WASHINGTON (Reuters) - Mitt Romney has distanced himself from his remarks lamenting the nearly 47 percent of Americans who do not owe federal income taxes, but his fellow Republicans helped engineer the very tax breaks that have put many in that category. And little change is expected soon.
A key reason: The breaks in question - the earned income tax credit and the child tax credit - are based on core Republican philosophies of encouraging work to lift people out of poverty, Republican aides and many conservatives say.
The number of Americans not owing federal income taxes has been growing since the mid-1980s, and the increase largely stems from expansion of these two tax credits - championed by Republicans from conservative economist Milton Friedman to former President Ronald Reagan.
"It is absolutely true - there is some degree of disconnect between complaining about the 47 percent and yet supporting the policies that brought it about," said economist Alan Viard of the conservative-leaning American Enterprise Institute.
The income credit began under Republican President Gerald Ford and was significantly expanded by Reagan. The child credit doubled to $1,000 under Republican President George W. Bush.
The two tax credit programs have long enjoyed bipartisan backing because they marry Democrats' inclination to help the poor with Republicans' emphasis on individual responsibility.
"The credits have been so sustainable because they meld together values that liberals and conservative emphasize," said Chuck Marr, director of tax policy at the liberal-leaning Center for Budget and Policy Priorities.
In secretly taped remarks, Republican presidential hopeful Romney was heard labeling the 47 percent not owing federal income taxes as people "who believe they are victims, who believe that government has a responsibility to care for them."
He has since distanced himself from those remarks, saying in Tuesday's debate with President Barack Obama, "I want 100 percent of the American people to have a bright and prosperous future."
In his original comments, however, Romney was stating what many Republicans have been grumbling about for several years as the number of nonpayers crept up.
The 47 percent figure, from the nonpartisan Tax Policy Center, is largely made up of the elderly and working poor.
Taxpayers can claim an EITC with income of up to about $44,000 if they have three or more children. With one child, the income limit is about $36,000.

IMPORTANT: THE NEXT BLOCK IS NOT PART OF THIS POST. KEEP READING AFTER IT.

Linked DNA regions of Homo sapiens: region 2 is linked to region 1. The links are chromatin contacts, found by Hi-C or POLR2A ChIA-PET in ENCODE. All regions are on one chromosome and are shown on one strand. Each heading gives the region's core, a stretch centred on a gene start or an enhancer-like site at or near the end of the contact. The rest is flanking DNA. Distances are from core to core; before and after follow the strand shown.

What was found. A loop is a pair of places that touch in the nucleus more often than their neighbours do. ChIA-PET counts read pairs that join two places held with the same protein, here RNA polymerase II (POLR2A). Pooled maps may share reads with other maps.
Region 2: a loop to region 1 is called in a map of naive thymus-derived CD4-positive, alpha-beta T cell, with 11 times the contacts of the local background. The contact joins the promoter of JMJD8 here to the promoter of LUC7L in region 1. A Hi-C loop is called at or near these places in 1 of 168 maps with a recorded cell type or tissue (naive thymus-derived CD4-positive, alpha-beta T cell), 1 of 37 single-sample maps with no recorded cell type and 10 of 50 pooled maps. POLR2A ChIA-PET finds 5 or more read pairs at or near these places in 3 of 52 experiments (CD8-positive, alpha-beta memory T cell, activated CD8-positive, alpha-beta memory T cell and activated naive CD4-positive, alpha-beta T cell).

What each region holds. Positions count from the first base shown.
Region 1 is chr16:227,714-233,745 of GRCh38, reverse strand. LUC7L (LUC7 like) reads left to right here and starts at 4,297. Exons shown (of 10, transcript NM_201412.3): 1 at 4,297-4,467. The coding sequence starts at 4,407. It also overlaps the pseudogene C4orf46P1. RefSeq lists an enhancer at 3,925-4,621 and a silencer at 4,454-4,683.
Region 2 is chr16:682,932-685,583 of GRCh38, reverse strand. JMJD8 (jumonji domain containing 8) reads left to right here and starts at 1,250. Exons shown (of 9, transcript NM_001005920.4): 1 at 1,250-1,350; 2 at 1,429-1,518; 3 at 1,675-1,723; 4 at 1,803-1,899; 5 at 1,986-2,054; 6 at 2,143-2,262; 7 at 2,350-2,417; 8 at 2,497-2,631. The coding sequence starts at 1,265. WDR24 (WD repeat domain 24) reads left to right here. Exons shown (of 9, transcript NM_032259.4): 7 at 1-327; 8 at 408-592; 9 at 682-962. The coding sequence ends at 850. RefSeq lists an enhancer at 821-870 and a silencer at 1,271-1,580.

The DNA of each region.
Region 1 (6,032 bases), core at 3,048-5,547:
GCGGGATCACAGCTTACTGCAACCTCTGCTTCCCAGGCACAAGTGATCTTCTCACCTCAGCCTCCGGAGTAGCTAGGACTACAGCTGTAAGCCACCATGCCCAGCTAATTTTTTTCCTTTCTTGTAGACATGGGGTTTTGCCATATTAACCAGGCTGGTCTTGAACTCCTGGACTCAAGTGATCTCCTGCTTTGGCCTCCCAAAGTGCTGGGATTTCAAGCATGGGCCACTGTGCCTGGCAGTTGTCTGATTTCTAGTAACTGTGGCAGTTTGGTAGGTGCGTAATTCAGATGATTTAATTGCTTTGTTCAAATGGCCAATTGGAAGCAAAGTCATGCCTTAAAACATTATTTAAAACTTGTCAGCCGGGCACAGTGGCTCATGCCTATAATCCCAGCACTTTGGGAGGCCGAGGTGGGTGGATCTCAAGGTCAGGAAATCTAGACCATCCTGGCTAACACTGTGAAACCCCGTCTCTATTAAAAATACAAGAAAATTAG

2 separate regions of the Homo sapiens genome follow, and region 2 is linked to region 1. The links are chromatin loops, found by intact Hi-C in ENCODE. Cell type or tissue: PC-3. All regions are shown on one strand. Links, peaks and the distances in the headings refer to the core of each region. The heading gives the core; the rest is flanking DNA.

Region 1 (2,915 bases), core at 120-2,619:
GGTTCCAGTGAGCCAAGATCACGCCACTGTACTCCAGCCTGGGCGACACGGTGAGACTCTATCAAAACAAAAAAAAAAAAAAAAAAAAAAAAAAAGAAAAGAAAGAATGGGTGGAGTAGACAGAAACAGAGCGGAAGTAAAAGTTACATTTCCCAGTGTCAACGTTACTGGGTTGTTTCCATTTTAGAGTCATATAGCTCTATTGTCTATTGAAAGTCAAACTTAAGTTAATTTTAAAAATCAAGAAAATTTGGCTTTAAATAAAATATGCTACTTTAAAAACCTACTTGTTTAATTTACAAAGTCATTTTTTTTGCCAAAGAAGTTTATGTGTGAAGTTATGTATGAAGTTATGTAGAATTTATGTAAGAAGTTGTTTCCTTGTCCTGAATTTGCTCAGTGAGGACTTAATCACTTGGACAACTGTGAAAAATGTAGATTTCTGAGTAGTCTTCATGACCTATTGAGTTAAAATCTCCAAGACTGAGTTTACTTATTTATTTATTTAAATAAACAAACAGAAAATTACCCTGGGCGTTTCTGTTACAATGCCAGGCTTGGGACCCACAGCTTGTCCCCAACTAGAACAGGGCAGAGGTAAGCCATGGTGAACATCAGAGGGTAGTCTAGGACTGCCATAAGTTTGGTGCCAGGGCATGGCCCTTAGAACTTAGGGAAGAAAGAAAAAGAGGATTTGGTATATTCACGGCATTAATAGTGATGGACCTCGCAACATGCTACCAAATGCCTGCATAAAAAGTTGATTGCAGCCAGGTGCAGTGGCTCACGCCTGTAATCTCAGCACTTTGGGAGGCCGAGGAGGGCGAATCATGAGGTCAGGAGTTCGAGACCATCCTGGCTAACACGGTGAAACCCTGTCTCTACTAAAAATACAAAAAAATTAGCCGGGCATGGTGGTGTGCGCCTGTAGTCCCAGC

The 2011 credit ranges from about $500 to nearly $6,000 - with the highest credit going to those with three or more children.
To qualify for the CTC, an individual must earn more than $3,000 in wage income and can claim a $1,000 credit per child.
What Republicans would do to put more people on the tax rolls remains unclear. But Republican aides in Congress said they would probably not significantly scale back the credits.
Instead of advocating the credits' demise, one senior aide said, they are protesting the lagging wage growth during the last four years under Obama and the overall increase in the slice of the population receiving government payments.
Obama expanded the reach of the two tax credits as part of his economic stimulus aimed at revving up the economy. The expansion made it easier to qualify and minimized a penalty for marriage. Those changes are due to expire at the end of this year.
Republicans oppose renewing Obama's changes when they expire.
"Further expansion may be where the dividing line seems to be," Viard said. Senior Republican congressional aides echoed this sentiment.
The extensions' fate will be decided after the November 6 election and before December 31, when Congress faces a slew of decisions collectively known as the "fiscal cliff."
It is unclear how Romney would address the credits. But Kevin Hassett, an AEI economist who advises Romney, has proposed combining several credit programs, not ending them.
An early version of a budget from Paul Ryan, the House Budget Committee chairman who is Romney's running mate, proposes slashing all tax deductions - including these credits - in exchange for lower tax rates.
Many bipartisan plans to tame the deficit and overhaul the tax code keep the credits.
The Simpson-Bowles plan includes an option to scrub the code of nearly all tax breaks but maintains both credits.
Even the conservative Heritage Foundation backs the earned income tax credit and includes it in its tax revamp.
"The proper way to fix this problem isn't to raise taxes on families and the poor," said Curtis DuBay, a Heritage economist, who called the EITC an effective anti-poverty program.
Joe Thorndike, a historian at the publication Tax Analysts, said the debate over how broad a population the income tax reaches was not a new one.
He pointed to former Treasury Secretary Andrew Mellon in the 1920s backing the idea that every individual pay some income tax - no matter how small.
Thorndike urged Democrats to embrace the idea that more taxpayers should be paying income tax. He said it could undermine support for income tax overall if too few people paid it.
"Americans care about this number, it means something to them," Thorndike said.
Editing by Howard Goller